Are you 100 years old? I'm not.
Alyce Hall, Newport Beach's most senior of senior citizens is, though. She's all of that and more.
Alyce, who lives at the Newport Beach Plaza retirement community, turned 105 last week. Not only did she look marvelous at her birthday party, but Alyce was totally hip and happening in a sparkling tiara and a bright red feather boa.
Gerontologists — people who think deep thoughts about people who look like me and try to figure out why things didn't go better — have been studying what they call the "old old" for a long time. The definition is a little vague, but it generally means folks who have pulled up beside 85 and now have it in their rear-view mirror.
But the group that fascinates me even more is centenarians, the 100-plus crowd, and especially the "super centenarians" — people who are 110 years and older, a group that Alyce Hall is closing in on fast. It's hard to wrap your head around that, no? How many 60-year-olds could imagine living another 50 years? And what about the folks who are beyond 110 and still haven't checked out of the grand hotel called life?
Do you remember Eunice G. Sanborn? I do. I told you about her last year when she was awarded the title of the oldest living person in the whole wide world at the jaw-dropping age of 114. Eunice died Monday at her home in Jacksonville, Texas.
You'll notice I didn't say "sadly" or "unfortunately."
When someone who is 114 gets the Big Text Message From the Sky, there's not much to say other than "You go, girl!" Just think about that — Eunice Sanborn was born in 1896, four years before the 20th century began, and she died last week. Incredible.
I also have very little to tell you about exactly how to live to be 114. Then again, nor does anyone else. Gerontologists have studied it to death — maybe we should use another expression — and clarity is hard to find when it comes to how and why people live to very old age.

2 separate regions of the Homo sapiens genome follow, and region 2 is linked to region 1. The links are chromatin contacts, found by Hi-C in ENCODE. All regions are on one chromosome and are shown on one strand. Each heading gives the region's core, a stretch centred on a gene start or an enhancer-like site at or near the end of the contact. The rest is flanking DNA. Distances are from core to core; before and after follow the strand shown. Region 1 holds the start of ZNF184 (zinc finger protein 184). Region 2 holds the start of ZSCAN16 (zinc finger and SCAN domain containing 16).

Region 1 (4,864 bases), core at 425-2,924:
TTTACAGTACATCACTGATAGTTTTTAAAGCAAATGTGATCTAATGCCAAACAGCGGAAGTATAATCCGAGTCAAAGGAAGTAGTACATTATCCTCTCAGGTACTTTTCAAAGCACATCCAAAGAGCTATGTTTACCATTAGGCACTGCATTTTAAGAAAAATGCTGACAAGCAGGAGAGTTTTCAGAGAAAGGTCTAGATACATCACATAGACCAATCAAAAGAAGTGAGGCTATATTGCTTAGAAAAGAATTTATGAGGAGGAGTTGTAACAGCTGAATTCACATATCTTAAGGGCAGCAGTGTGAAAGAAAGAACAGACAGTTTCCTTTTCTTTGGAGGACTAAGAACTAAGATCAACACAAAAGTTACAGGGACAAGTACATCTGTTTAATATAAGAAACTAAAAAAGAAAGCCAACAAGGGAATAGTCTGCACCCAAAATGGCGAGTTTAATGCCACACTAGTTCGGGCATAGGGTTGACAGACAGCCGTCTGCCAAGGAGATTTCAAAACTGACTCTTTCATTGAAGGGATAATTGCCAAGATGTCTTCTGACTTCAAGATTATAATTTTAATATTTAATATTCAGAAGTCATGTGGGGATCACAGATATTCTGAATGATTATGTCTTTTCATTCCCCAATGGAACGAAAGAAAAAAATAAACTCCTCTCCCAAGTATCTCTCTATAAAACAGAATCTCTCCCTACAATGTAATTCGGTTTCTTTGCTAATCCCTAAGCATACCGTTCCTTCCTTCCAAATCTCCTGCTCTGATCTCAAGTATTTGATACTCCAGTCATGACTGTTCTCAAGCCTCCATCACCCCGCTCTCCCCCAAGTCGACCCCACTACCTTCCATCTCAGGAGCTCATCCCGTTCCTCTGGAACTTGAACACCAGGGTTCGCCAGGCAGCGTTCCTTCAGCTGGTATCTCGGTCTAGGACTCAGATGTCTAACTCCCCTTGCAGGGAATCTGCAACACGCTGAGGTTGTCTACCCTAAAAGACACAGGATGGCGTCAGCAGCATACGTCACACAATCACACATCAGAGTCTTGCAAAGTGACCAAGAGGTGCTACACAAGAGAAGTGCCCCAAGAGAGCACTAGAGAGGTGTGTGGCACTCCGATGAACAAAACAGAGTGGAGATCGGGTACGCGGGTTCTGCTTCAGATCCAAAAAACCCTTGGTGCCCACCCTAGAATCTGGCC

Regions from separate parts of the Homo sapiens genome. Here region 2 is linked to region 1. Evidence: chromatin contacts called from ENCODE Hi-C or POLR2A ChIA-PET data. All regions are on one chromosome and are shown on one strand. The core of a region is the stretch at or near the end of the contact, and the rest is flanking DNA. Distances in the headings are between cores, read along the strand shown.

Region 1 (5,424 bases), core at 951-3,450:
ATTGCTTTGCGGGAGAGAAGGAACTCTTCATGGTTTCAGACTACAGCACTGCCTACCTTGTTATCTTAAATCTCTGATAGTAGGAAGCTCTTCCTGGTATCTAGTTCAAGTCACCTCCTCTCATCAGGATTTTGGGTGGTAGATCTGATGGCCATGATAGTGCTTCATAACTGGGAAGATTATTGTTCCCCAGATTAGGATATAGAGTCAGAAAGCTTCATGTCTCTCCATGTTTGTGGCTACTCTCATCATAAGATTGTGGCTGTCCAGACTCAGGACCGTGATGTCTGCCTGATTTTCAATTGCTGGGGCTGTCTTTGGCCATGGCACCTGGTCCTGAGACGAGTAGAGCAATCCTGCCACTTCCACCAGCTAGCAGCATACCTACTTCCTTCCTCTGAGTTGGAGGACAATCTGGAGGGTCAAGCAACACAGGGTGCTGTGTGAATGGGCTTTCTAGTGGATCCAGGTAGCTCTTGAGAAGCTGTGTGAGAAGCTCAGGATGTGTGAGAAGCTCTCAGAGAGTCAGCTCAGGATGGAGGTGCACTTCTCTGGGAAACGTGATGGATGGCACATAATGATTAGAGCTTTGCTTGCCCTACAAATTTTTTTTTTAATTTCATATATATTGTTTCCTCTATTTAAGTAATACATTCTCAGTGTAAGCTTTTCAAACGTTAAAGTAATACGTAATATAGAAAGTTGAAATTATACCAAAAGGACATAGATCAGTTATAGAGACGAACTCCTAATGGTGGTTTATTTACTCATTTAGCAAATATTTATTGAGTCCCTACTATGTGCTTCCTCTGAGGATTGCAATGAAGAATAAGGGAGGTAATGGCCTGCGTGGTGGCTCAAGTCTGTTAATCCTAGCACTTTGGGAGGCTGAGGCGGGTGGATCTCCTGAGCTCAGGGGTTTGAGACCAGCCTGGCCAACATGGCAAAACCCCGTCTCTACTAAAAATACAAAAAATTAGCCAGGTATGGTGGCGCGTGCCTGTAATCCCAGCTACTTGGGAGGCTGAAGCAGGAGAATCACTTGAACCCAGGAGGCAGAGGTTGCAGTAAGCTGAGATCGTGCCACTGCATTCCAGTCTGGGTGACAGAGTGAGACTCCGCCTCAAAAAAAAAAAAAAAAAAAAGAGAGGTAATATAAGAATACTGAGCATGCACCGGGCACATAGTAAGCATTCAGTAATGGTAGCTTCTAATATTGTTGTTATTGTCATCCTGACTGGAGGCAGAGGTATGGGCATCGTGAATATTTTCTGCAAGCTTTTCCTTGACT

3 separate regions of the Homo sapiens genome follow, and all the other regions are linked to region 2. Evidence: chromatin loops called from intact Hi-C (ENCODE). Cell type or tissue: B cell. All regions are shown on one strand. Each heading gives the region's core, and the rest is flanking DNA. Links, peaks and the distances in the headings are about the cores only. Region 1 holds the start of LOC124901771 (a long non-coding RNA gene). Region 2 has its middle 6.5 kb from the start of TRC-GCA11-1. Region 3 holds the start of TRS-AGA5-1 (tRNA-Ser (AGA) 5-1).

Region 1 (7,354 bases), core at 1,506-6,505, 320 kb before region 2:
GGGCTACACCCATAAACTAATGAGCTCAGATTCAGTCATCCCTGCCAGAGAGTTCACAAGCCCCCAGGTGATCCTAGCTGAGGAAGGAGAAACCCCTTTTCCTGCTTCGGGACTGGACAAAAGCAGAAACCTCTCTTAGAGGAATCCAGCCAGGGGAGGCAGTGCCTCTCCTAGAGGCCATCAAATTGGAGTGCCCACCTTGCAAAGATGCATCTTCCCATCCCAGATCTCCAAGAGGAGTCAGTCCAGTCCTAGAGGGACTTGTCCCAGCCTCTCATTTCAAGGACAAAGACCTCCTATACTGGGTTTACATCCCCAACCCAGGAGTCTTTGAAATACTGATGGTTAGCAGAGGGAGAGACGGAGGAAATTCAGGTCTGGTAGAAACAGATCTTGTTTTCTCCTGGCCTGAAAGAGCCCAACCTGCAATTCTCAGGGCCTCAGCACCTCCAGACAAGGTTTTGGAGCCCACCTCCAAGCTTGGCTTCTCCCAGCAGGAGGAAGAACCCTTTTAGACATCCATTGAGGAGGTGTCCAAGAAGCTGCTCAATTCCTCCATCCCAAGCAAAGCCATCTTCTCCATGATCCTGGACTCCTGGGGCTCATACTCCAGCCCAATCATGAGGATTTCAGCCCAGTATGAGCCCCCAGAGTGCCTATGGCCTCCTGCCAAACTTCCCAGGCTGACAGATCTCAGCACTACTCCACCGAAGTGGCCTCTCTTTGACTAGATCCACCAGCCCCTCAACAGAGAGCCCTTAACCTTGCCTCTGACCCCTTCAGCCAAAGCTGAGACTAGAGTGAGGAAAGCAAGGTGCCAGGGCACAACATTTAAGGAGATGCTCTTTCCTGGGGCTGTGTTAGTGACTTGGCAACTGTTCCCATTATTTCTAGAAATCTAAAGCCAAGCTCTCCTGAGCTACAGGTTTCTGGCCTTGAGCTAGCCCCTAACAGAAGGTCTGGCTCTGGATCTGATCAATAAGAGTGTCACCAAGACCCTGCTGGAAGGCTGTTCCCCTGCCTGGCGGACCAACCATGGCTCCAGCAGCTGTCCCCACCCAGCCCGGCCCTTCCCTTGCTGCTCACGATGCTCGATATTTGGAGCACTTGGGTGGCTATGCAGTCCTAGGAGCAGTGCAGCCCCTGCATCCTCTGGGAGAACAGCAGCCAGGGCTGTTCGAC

But all this talk about how old is old depends on who's asking the question and when. If you take a look at "old" through the Way Back Machine, there are more than a few surprises.
In the Bronze Age, life expectancy was about 35 years. Talk about early retirement. If you made it to 35 you got a bronze watch, a new club and a plaque. Granted, there were a lot of things trying to eat you back then, but that is still awfully young to be old.
Later, in ancient Rome and Greece, things actually took a turn for the worse, with a life expectancy of 28 years, mostly due to endless wars in places no one could pronounce and lots of people living in cities without a clue about hygiene and health. Keep in mind that in those long-ago times, just making it out of your onesies and into long pants was dicey at best.
About 40% of children born in Colonial America never reached adulthood. And those wise old men in funny clothes and powdered wigs we call the Founding Fathers? Five of them were in their 20s, the great majority were 40 or younger with a handful in their 50s or 60s and Ben Franklin a virtual dinosaur at 70 years of age. Unheard of.
Over the centuries, life expectancy slowly moved upward then exploded during the 20th century, from 45 years to 67 years worldwide, mostly due to wonder drugs and finally cracking the code about public health.
I think that's it. Old, young or in-between, it's all a matter of how you look at it. Oh, almost forgot — who is the oldest living person now that Eunice Sanborn is gone? It's Besse Berry Cooper of Monroe, Ga., who is, yes, 114 years old.
"And if you should survive to 105, look at all you'll derive out of being alive."
Sinatra had no way of knowing a woman in Georgia would listen to those words and say, "God, what I wouldn't give to be 105 again."
Hang in there, Besse. You're only as old as you think you are, which in your case, is a lot.
I gotta go.
PETER BUFFA is a former Costa Mesa mayor. His column runs Sundays. He may be reached at email@example.com.